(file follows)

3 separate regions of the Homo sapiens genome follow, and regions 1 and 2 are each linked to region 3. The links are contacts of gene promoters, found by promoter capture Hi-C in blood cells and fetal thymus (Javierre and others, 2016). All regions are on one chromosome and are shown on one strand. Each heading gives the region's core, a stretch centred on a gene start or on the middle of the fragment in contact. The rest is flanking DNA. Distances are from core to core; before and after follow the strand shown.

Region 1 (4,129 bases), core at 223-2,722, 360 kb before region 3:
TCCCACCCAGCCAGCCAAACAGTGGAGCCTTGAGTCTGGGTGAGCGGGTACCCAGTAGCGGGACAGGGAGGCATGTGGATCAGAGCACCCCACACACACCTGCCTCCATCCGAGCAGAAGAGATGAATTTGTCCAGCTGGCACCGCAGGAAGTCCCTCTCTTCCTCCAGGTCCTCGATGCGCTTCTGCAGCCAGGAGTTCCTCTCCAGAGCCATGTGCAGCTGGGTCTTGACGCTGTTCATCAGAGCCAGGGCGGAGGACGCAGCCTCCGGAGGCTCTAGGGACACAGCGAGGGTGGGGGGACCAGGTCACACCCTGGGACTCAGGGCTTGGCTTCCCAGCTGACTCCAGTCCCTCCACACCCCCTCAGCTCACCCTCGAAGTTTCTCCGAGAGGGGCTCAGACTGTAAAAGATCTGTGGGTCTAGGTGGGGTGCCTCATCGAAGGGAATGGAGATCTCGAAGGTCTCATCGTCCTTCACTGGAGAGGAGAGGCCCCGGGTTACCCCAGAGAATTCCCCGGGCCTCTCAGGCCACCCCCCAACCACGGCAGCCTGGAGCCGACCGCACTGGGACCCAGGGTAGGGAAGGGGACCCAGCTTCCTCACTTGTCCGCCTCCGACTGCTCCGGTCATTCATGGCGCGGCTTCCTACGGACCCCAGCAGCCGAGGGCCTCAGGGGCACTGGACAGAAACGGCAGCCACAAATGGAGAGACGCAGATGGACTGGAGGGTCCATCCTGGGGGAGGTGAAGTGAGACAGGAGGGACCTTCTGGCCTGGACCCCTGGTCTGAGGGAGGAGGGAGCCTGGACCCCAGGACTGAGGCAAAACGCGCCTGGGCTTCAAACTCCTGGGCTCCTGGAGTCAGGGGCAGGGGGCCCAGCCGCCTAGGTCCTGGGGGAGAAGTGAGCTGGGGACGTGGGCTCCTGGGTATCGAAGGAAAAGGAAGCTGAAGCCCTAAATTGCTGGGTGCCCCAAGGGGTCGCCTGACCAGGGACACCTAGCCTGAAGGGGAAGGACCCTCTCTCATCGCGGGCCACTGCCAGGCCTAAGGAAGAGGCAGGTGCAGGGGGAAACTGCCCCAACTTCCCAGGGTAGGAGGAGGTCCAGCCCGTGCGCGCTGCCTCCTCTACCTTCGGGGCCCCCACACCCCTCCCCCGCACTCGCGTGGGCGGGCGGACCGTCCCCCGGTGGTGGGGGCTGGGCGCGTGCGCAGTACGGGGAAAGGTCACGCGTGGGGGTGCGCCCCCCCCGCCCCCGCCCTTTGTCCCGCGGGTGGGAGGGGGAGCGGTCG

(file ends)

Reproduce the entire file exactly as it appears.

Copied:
3 separate regions of the Homo sapiens genome follow, and regions 1 and 2 are each linked to region 3. The links are contacts of gene promoters, found by promoter capture Hi-C in blood cells and fetal thymus (Javierre and others, 2016). All regions are on one chromosome and are shown on one strand. Each heading gives the region's core, a stretch centred on a gene start or on the middle of the fragment in contact. The rest is flanking DNA. Distances are from core to core; before and after follow the strand shown.

Region 1 (4,129 bases), core at 223-2,722, 360 kb before region 3:
TCCCACCCAGCCAGCCAAACAGTGGAGCCTTGAGTCTGGGTGAGCGGGTACCCAGTAGCGGGACAGGGAGGCATGTGGATCAGAGCACCCCACACACACCTGCCTCCATCCGAGCAGAAGAGATGAATTTGTCCAGCTGGCACCGCAGGAAGTCCCTCTCTTCCTCCAGGTCCTCGATGCGCTTCTGCAGCCAGGAGTTCCTCTCCAGAGCCATGTGCAGCTGGGTCTTGACGCTGTTCATCAGAGCCAGGGCGGAGGACGCAGCCTCCGGAGGCTCTAGGGACACAGCGAGGGTGGGGGGACCAGGTCACACCCTGGGACTCAGGGCTTGGCTTCCCAGCTGACTCCAGTCCCTCCACACCCCCTCAGCTCACCCTCGAAGTTTCTCCGAGAGGGGCTCAGACTGTAAAAGATCTGTGGGTCTAGGTGGGGTGCCTCATCGAAGGGAATGGAGATCTCGAAGGTCTCATCGTCCTTCACTGGAGAGGAGAGGCCCCGGGTTACCCCAGAGAATTCCCCGGGCCTCTCAGGCCACCCCCCAACCACGGCAGCCTGGAGCCGACCGCACTGGGACCCAGGGTAGGGAAGGGGACCCAGCTTCCTCACTTGTCCGCCTCCGACTGCTCCGGTCATTCATGGCGCGGCTTCCTACGGACCCCAGCAGCCGAGGGCCTCAGGGGCACTGGACAGAAACGGCAGCCACAAATGGAGAGACGCAGATGGACTGGAGGGTCCATCCTGGGGGAGGTGAAGTGAGACAGGAGGGACCTTCTGGCCTGGACCCCTGGTCTGAGGGAGGAGGGAGCCTGGACCCCAGGACTGAGGCAAAACGCGCCTGGGCTTCAAACTCCTGGGCTCCTGGAGTCAGGGGCAGGGGGCCCAGCCGCCTAGGTCCTGGGGGAGAAGTGAGCTGGGGACGTGGGCTCCTGGGTATCGAAGGAAAAGGAAGCTGAAGCCCTAAATTGCTGGGTGCCCCAAGGGGTCGCCTGACCAGGGACACCTAGCCTGAAGGGGAAGGACCCTCTCTCATCGCGGGCCACTGCCAGGCCTAAGGAAGAGGCAGGTGCAGGGGGAAACTGCCCCAACTTCCCAGGGTAGGAGGAGGTCCAGCCCGTGCGCGCTGCCTCCTCTACCTTCGGGGCCCCCACACCCCTCCCCCGCACTCGCGTGGGCGGGCGGACCGTCCCCCGGTGGTGGGGGCTGGGCGCGTGCGCAGTACGGGGAAAGGTCACGCGTGGGGGTGCGCCCCCCCCGCCCCCGCCCTTTGTCCCGCGGGTGGGAGGGGGAGCGGTCG